How Does Class Influence Identity In Contemporary Society?

892 words - 4 pages

How does class influence identity in contemporary society?The class structure involves some degree of shaping our identities. Income and paid work are important sources of individual and collective identity. Social class is a means of classifying the economic and social divisions of a society, which involve some degree of inequality. For example classifying some people as ‘poor’, ‘working class’ or ‘middle class’. We may adopt or contest these representations.People define their economic position through ideas about the incomes and opportunities of others, therefore identities are influenced by income, whether we imagine people’s incomes to be in the middle ...view middle of the document...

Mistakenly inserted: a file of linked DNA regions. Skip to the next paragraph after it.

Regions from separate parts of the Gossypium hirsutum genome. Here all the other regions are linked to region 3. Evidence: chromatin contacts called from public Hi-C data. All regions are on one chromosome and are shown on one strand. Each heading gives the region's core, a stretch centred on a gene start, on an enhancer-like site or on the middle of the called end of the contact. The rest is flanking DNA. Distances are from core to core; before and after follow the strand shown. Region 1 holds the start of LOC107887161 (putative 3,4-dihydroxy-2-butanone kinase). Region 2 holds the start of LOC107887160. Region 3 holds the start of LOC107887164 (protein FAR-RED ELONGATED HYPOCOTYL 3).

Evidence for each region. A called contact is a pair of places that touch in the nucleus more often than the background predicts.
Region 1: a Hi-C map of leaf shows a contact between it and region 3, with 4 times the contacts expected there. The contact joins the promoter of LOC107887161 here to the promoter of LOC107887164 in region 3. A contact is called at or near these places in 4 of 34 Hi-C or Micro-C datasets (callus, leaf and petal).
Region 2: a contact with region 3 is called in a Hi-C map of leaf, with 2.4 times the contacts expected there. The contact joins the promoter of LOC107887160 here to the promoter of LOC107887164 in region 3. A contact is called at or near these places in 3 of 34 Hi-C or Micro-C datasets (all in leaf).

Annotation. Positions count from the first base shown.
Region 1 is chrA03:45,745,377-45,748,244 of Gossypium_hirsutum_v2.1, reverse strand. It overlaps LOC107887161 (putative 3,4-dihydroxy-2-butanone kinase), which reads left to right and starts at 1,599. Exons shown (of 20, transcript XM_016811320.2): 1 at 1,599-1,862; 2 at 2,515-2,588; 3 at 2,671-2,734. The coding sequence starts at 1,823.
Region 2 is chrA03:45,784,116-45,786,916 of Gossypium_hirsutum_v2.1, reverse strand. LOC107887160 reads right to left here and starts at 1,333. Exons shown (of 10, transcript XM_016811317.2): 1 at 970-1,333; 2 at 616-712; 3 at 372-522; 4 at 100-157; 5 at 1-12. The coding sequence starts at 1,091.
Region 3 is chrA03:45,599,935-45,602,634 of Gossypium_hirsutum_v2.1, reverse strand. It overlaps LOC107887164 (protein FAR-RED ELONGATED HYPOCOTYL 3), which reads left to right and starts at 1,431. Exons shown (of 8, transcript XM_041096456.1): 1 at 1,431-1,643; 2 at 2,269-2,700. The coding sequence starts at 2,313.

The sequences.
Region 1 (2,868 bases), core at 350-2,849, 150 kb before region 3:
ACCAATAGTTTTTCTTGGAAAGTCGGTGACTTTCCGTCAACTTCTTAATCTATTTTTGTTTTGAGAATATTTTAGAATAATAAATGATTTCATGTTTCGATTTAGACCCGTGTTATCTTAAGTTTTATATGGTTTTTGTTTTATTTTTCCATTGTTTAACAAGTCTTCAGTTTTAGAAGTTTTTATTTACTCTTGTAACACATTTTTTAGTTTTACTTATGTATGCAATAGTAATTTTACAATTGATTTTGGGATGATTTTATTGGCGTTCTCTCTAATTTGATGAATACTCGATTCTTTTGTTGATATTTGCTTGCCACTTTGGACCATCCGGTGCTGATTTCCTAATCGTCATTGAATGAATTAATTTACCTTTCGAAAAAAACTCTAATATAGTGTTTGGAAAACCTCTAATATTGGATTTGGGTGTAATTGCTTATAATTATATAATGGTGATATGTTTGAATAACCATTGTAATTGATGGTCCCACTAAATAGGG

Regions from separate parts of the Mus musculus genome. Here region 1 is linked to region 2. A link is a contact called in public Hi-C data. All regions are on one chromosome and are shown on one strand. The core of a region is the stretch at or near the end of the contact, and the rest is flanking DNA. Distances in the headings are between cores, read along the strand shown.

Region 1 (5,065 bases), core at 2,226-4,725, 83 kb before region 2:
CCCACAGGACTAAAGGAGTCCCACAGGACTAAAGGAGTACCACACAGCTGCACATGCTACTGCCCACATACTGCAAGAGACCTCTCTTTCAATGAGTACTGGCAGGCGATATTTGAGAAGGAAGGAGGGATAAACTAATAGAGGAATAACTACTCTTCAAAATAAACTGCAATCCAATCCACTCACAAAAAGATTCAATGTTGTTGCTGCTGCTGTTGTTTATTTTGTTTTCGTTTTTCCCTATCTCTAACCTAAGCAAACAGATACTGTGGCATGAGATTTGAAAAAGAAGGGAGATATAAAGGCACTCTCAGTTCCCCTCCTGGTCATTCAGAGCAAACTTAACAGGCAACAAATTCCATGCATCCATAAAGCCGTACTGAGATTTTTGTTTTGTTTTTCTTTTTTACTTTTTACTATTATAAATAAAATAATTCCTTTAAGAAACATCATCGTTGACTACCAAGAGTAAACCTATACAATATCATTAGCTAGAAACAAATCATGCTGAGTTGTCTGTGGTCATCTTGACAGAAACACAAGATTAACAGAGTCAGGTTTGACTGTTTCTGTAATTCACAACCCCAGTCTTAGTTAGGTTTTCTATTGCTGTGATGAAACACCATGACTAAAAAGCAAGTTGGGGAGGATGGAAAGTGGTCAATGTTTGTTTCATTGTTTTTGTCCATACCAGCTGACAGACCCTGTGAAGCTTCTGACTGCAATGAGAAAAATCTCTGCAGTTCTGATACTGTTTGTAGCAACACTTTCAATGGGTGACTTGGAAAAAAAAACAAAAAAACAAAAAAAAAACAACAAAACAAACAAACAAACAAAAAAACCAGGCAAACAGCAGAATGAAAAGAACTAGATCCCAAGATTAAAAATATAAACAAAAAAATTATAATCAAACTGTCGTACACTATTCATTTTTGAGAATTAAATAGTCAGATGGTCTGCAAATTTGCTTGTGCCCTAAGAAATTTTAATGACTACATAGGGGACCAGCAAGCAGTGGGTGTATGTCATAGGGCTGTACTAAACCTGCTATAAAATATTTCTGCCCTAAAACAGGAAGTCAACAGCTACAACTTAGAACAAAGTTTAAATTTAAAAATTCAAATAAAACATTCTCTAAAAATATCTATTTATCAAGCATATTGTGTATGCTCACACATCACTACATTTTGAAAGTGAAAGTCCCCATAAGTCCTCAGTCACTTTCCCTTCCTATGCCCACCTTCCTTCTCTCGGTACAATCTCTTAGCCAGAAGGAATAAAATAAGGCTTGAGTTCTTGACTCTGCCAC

For Marx, the key factor is private ownership of economic resources.Max Weber’s theory saw class as important when forming an identity. Weber saw class as a group of individuals who have certain interests in common; this is known as market position, for example having similar opportunities for earning income through work or trade. Weber recognised that status is also important within social groups. Status is the different amounts of prestige, honour or social standing that is attached to different social groups. So where we live, manner of speech, our schooling and leisure habits decide our social class. This would suggest maybe status could have as much influence on identity as class. Weber’s theories would suggest that although, like Marx, agreed that different classes exist, Status was the key factor in deciding our identities and which group we belong to.Class is becoming more diverse with wider reference points within the structures. Some sociologists have gone as far as to say ‘class is dead’; (Pakulski and Waters, 1996), although a survey in 1996 showed that two thirds of those interviewed felt that ‘there is one law for the rich and one for the poor’ (Adonis and Pollard, 1998, p.11)Sociologists and political scientists have argued that there has been a shift from collective to individual identities and also a shift from occupation to consumption patterns. It was argued that well paid ‘working class’ were adopting ‘middle class’ values, therefore eroding class identity.A study at Vauxhall’s Luton car plant (Goldthorpe et al., 1969),...

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